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This article was first published 3 years ago  » Business » 'Expect K-shaped, not V-shaped, recovery'

'Expect K-shaped, not V-shaped, recovery'

February 16, 2021 09:54 IST
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'This is happening regardless of the Budget.'

Illustration: Dominic Xavier/

According to the latest Economic Survey, a V-shaped recovery is taking place in the Indian economy.

The IMF's projection for the next fiscal year starting April 2021 is a GDP growth of 11.5%.

Finance Minister Nirmala Sitharaman's Budget has enthused the stock market.

The question is, are we really going to see a demand in the market and impressive growth?

In an exclusive interview to's Shobha Warrier, Dr Rakesh Mohan, president and Distinguished Fellow of the Centre for Social and Economic Progress, (formerly Brookings India), and former deputy governor, Reserve Bank of India, analyses the Indian economy, banking reforms, the RBI's role etc.

The first segment in an eloquent multi-part interview:

The finance minister and many experts say that the Budget has the elements in it to create the kind of V-shaped growth the Economic Survey talked about. Do you feel so?

Given the kind of downturn that happened because of Covid and the subsequent lockdown, one would expect a reasonable recovery which we have already seen.

But as many commentators have said, the recovery would be much more likely to be a K rather a V!

The organised sector may be experiencing a V (shaped growth), but we do not have enough information on what is happening in the informal sector.

Millions of people lost employment due to the lockdown, and it has to be revived.

But one does not have enough information on how much employment has been revived in the informal sector.

So, I would say there will be a K-shaped recovery rather than a V-shaped recovery.

This is happening regardless of the Budget.

Now the question comes to the Budget.

I would rather give a more medium and long-term view.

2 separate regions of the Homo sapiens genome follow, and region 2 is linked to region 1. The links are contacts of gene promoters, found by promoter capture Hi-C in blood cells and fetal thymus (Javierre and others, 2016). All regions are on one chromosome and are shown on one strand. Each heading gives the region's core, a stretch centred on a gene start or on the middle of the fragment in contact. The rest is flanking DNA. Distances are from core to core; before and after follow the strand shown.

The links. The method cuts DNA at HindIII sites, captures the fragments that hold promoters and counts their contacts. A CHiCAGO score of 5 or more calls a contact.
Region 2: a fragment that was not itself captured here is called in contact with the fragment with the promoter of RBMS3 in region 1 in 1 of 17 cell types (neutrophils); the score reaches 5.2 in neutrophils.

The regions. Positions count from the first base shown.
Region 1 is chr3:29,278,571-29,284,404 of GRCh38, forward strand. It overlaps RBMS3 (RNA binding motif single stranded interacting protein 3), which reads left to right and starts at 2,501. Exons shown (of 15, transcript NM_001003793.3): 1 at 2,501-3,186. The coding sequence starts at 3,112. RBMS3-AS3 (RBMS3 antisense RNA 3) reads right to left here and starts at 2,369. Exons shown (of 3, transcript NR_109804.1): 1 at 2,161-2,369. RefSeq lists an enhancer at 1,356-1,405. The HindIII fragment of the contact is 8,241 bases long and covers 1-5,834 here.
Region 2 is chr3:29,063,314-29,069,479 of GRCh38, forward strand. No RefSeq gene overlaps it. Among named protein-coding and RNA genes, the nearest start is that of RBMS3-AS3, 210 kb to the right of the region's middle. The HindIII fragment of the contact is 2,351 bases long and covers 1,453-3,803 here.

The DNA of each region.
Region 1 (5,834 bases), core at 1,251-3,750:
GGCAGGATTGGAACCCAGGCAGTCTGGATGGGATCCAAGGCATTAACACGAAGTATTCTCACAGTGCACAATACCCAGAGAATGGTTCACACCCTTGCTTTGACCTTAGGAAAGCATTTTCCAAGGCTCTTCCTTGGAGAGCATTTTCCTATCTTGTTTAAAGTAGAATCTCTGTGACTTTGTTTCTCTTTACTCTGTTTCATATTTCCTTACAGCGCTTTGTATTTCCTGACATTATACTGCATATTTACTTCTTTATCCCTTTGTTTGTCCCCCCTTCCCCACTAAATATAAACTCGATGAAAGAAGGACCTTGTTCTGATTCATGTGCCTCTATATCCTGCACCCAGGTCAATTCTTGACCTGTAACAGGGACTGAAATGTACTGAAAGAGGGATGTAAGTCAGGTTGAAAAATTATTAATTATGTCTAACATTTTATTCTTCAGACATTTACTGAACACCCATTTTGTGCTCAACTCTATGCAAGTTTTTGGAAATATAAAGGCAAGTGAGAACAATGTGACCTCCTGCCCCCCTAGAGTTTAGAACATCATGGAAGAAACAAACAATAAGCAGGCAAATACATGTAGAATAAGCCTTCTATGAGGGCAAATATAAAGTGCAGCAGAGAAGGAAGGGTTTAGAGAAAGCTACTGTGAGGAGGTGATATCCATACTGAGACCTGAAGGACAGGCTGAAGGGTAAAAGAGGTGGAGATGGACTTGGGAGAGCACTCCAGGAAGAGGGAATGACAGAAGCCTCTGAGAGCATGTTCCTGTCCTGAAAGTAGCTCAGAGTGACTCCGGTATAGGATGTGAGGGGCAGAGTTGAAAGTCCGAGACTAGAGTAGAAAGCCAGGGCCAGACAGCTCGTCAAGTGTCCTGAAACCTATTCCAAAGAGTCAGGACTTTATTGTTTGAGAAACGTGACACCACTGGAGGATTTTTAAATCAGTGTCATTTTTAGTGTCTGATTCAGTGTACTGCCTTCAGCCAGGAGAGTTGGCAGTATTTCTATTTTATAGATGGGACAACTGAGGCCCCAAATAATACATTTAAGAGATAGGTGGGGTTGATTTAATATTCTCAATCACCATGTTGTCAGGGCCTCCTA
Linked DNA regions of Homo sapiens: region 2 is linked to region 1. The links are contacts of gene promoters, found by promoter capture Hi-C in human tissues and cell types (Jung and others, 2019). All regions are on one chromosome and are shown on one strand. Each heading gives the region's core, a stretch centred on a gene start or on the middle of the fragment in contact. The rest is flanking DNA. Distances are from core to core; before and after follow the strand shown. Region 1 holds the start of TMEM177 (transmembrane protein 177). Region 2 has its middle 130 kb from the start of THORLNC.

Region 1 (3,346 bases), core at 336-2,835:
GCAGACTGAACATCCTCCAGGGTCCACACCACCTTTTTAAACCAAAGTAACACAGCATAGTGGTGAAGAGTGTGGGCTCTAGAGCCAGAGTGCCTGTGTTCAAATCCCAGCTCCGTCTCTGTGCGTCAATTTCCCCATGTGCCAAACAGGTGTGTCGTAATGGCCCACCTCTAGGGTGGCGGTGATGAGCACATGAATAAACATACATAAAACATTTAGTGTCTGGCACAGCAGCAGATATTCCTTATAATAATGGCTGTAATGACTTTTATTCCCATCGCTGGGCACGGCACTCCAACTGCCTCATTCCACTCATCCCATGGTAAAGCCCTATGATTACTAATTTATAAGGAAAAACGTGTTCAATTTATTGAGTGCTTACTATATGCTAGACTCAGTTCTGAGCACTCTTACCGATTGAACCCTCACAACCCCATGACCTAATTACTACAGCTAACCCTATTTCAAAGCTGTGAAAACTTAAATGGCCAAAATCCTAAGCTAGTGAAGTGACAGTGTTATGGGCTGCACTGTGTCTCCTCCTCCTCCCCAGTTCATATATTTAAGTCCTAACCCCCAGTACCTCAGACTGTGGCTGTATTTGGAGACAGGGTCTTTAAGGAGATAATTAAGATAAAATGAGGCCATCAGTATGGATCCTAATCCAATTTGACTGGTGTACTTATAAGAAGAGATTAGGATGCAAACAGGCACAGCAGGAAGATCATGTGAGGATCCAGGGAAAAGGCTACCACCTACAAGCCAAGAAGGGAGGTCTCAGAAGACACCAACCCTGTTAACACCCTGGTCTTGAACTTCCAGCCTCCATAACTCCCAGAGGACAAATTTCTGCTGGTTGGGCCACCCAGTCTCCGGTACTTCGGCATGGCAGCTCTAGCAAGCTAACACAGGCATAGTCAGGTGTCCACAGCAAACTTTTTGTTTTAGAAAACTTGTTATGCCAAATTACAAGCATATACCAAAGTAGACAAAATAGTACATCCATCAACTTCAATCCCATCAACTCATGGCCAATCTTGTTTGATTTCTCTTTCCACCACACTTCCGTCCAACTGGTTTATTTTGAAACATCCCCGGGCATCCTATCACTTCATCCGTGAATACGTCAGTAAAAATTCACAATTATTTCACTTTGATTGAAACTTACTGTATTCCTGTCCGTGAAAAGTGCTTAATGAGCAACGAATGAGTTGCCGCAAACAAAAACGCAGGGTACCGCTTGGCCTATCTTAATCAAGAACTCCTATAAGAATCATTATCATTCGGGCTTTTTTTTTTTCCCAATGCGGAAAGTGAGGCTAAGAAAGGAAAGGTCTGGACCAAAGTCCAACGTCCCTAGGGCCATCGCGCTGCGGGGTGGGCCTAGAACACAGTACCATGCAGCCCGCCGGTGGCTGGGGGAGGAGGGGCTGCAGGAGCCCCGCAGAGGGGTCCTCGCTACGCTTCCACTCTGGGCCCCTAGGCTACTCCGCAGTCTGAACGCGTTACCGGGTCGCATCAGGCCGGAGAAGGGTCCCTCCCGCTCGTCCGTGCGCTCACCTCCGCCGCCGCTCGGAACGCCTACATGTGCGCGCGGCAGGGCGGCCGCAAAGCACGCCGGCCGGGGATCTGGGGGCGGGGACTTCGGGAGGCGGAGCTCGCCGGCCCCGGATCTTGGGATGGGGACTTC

Regardless of the finance minister, Budgets have been suffering from a very serious long- and medium-term problem.

The gross central tax revenue has been stagnant as a proportion to GDP for more than a decade.

The gross tax revenue was 12% in 2007-2008, and has been around 10%-11% of GDP ever since.

And in the year 2019-2020, the year before the pandemic, it was less than 10%.

The point is that the Indian tax system has not been exhibiting any buoyancy whatsoever, for more than a decade, which is very strange.

We have had an average growth of at least 6% over the last decade, the pre-Covid days.

And with all the tax reforms in direct tax, indirect tax, GST, etc., there should have been some buoyancy.

Therefore, the finance minister, whoever it is, has had very little room to play with.

When the tax revenue is stagnated in proportion to GDP, you can't really increase expenditures without doing more borrowing.

We have seen that the fiscal deficit has been more than 4% of GDP in the last 4-5 years, 5.3% in 2019-2020, and it is, of course, even higher now because of Covid expenditure, lower revenue, and bringing back subsidies transparently into the budget.

So, with revenues fairly constant in proportion to GDP, the potential for the Budget to induce growth purely from the macro point of view, is very little.

The Budget is highly constrained in the expenditure side also, with committed expenditures on salaries, pensions, defence, and subsidies.

The main feature of the current Budget is the proposed increase in capital expenditure from 1.7% in 2019-2020 to the proposed 2.5% in 2021-2022.

This is very welcome as this is growth inducing though it depends on how capital expenditure is distributed, and what is being done to make sure that infrastructure projects are actually implemented fast.

But we do not have enough information on that.

The finance minister said she had prioritised investment to boost demand and create jobs. Even before the pandemic, the complaint of the industry was that there was no demand.
Do you think this b=Budget can boost demand?

If it is actually done.

But we do not have enough information.

All the statements are welcome.

Like the proposal to establish an infrastructure DFI, but then it depends on how exactly it will be implemented. The devil lies in the details!

The question is, how will this new DFI be different from the old IIFCL (Indian Infrastructure Finance Company Ltd)?

She said it would be professionally managed, which is strange as it implies the public sector banks are not professionally managed.

In fact, all the public sector institutions are supposed to be under professional management!

So, it remains to be seen how exactly they do it.

But I welcome the announcement.

I hope that they would structure it in such a way that it is not a 100% public sector company because that would restrain many activities.

My suggestion would be that they should look at the original structure of IDFC, also conceived as infrastructure DFI back in 1998.

What they did then was to keep the direct government equity to less than 50%, so that it could be classified as a private sector institution and attract high quality professionals with market compensation.

Additional equity came from international high pedigree public sector institutions like the IFC, the ADB, the government of Switzerland, the GIC of Singapore and the like.

I hope they figure a structure like that.

Feature Presentation: Aslam Hunani/

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